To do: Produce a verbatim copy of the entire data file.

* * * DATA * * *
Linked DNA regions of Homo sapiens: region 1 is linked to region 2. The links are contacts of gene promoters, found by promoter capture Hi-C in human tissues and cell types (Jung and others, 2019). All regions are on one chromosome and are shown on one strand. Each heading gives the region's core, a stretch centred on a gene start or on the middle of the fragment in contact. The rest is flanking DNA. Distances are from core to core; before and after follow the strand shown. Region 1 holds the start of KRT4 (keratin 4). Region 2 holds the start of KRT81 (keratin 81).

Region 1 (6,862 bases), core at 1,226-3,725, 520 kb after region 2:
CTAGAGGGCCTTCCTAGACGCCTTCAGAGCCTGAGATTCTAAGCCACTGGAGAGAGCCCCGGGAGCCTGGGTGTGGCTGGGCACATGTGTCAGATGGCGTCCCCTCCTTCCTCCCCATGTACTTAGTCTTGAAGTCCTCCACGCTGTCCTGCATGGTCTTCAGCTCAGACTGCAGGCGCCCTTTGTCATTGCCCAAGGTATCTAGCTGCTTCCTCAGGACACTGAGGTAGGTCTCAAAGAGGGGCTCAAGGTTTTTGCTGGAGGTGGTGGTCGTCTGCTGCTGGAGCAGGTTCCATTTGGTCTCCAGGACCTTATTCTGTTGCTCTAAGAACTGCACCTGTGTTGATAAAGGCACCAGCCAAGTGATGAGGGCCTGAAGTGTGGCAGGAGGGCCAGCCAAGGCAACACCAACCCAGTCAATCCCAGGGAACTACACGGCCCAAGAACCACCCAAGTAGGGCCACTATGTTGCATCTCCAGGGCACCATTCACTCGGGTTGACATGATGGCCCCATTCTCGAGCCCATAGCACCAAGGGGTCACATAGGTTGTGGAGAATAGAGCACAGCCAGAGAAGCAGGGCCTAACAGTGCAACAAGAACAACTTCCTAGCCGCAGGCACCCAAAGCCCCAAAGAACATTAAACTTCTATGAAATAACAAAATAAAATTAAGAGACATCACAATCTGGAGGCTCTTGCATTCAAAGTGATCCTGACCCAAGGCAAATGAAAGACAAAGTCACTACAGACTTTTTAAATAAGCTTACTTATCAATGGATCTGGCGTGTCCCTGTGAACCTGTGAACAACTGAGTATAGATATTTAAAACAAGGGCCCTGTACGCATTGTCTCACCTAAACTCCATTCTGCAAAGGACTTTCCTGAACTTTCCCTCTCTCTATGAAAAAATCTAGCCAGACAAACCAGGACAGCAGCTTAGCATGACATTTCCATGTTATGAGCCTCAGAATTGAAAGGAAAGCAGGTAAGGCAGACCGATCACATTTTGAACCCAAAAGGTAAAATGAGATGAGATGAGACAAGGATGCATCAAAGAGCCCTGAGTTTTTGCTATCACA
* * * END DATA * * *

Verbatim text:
Linked DNA regions of Homo sapiens: region 1 is linked to region 2. The links are contacts of gene promoters, found by promoter capture Hi-C in human tissues and cell types (Jung and others, 2019). All regions are on one chromosome and are shown on one strand. Each heading gives the region's core, a stretch centred on a gene start or on the middle of the fragment in contact. The rest is flanking DNA. Distances are from core to core; before and after follow the strand shown. Region 1 holds the start of KRT4 (keratin 4). Region 2 holds the start of KRT81 (keratin 81).

Region 1 (6,862 bases), core at 1,226-3,725, 520 kb after region 2:
CTAGAGGGCCTTCCTAGACGCCTTCAGAGCCTGAGATTCTAAGCCACTGGAGAGAGCCCCGGGAGCCTGGGTGTGGCTGGGCACATGTGTCAGATGGCGTCCCCTCCTTCCTCCCCATGTACTTAGTCTTGAAGTCCTCCACGCTGTCCTGCATGGTCTTCAGCTCAGACTGCAGGCGCCCTTTGTCATTGCCCAAGGTATCTAGCTGCTTCCTCAGGACACTGAGGTAGGTCTCAAAGAGGGGCTCAAGGTTTTTGCTGGAGGTGGTGGTCGTCTGCTGCTGGAGCAGGTTCCATTTGGTCTCCAGGACCTTATTCTGTTGCTCTAAGAACTGCACCTGTGTTGATAAAGGCACCAGCCAAGTGATGAGGGCCTGAAGTGTGGCAGGAGGGCCAGCCAAGGCAACACCAACCCAGTCAATCCCAGGGAACTACACGGCCCAAGAACCACCCAAGTAGGGCCACTATGTTGCATCTCCAGGGCACCATTCACTCGGGTTGACATGATGGCCCCATTCTCGAGCCCATAGCACCAAGGGGTCACATAGGTTGTGGAGAATAGAGCACAGCCAGAGAAGCAGGGCCTAACAGTGCAACAAGAACAACTTCCTAGCCGCAGGCACCCAAAGCCCCAAAGAACATTAAACTTCTATGAAATAACAAAATAAAATTAAGAGACATCACAATCTGGAGGCTCTTGCATTCAAAGTGATCCTGACCCAAGGCAAATGAAAGACAAAGTCACTACAGACTTTTTAAATAAGCTTACTTATCAATGGATCTGGCGTGTCCCTGTGAACCTGTGAACAACTGAGTATAGATATTTAAAACAAGGGCCCTGTACGCATTGTCTCACCTAAACTCCATTCTGCAAAGGACTTTCCTGAACTTTCCCTCTCTCTATGAAAAAATCTAGCCAGACAAACCAGGACAGCAGCTTAGCATGACATTTCCATGTTATGAGCCTCAGAATTGAAAGGAAAGCAGGTAAGGCAGACCGATCACATTTTGAACCCAAAAGGTAAAATGAGATGAGATGAGACAAGGATGCATCAAAGAGCCCTGAGTTTTTGCTATCACA